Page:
Fallen but not forgotten: the Final Salute

While many people are oblivious to the sacrifices (and volumes of sacrifices) men and women in the armed forces make on a daily basis, even more people neglect to think of the impacts on their families. Jim Sheeler’s “Final Salute” opened my eyes to the lives of those in the military and their families. Sheeler included interesting insights into the lives of military families, as well as those who have the unfortunate task of bearing the worst message that any family member could hear: that a son/daughter/husband/wife has passed away.

Sheeler’s article chronicles the tragic duties of Major Steve Beck, a casualty assistance calls officer in the Marines. His job is to inform families of military casualties–but contrary to what I had previously assumed, the job doesn’t end there. “Final Salute” follows Beck from the initial dreaded knock on the front door through the burial of one of his fallen comrades. Instead of merely delivering the news and disappearing, Beck oversaw funeral arrangements and coordinated watch over the remains of one Marine’s body, while simultaneously offering his support to the parents and pregnant widow of the fallen soldier.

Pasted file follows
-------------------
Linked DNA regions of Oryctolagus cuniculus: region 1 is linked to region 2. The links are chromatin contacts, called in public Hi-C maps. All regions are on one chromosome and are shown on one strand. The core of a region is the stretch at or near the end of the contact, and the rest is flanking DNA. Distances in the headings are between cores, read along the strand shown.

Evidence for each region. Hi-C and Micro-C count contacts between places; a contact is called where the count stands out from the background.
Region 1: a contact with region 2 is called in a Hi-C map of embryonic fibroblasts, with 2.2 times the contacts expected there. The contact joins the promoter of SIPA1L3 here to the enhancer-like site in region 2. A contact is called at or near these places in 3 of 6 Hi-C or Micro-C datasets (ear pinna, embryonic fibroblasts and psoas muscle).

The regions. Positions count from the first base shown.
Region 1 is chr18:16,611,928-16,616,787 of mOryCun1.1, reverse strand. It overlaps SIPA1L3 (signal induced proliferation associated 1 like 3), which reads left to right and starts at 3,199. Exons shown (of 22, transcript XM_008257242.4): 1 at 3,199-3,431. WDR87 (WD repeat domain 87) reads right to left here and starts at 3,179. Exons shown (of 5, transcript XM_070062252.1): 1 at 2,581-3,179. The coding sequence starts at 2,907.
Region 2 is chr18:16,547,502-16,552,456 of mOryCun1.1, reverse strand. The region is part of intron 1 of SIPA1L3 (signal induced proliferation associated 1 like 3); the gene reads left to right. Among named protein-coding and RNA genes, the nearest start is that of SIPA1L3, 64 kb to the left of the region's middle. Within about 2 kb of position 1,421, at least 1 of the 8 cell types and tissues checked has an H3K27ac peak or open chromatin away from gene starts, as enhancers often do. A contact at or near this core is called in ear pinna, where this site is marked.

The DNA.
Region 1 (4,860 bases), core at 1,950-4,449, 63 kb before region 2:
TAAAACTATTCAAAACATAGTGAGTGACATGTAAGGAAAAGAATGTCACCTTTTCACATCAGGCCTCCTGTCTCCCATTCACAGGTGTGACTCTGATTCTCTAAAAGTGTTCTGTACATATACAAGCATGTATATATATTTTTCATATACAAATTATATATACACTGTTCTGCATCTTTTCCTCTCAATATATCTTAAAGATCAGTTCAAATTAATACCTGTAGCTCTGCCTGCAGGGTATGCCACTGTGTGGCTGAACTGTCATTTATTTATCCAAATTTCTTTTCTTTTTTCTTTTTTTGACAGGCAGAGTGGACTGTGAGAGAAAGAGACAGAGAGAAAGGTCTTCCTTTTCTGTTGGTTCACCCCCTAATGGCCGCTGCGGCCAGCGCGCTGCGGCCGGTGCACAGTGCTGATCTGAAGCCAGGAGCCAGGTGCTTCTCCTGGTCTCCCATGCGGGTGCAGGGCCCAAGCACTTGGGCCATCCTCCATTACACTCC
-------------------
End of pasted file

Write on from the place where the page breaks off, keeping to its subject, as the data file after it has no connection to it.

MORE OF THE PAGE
The attention to detail Sheeler uses in the article has a chilling effect, and allows readers to become fully enveloped in the melancholy state in which Beck spends much of his life. Yet through Sheeler’s flowing and effective word choice, it is clear that Beck might not love his job per se, he respects the importance of it and wouldn’t write off its significance.

After reading such a well-written heartbreaking and touching story, there is no question why Sheeler won a Pulitzer Prize for Feature Writing. “Final Salute” is an incredible read, albeit a bit depressing. But it opens eyes to different realities of war in a way that no other article I’ve read has done before.

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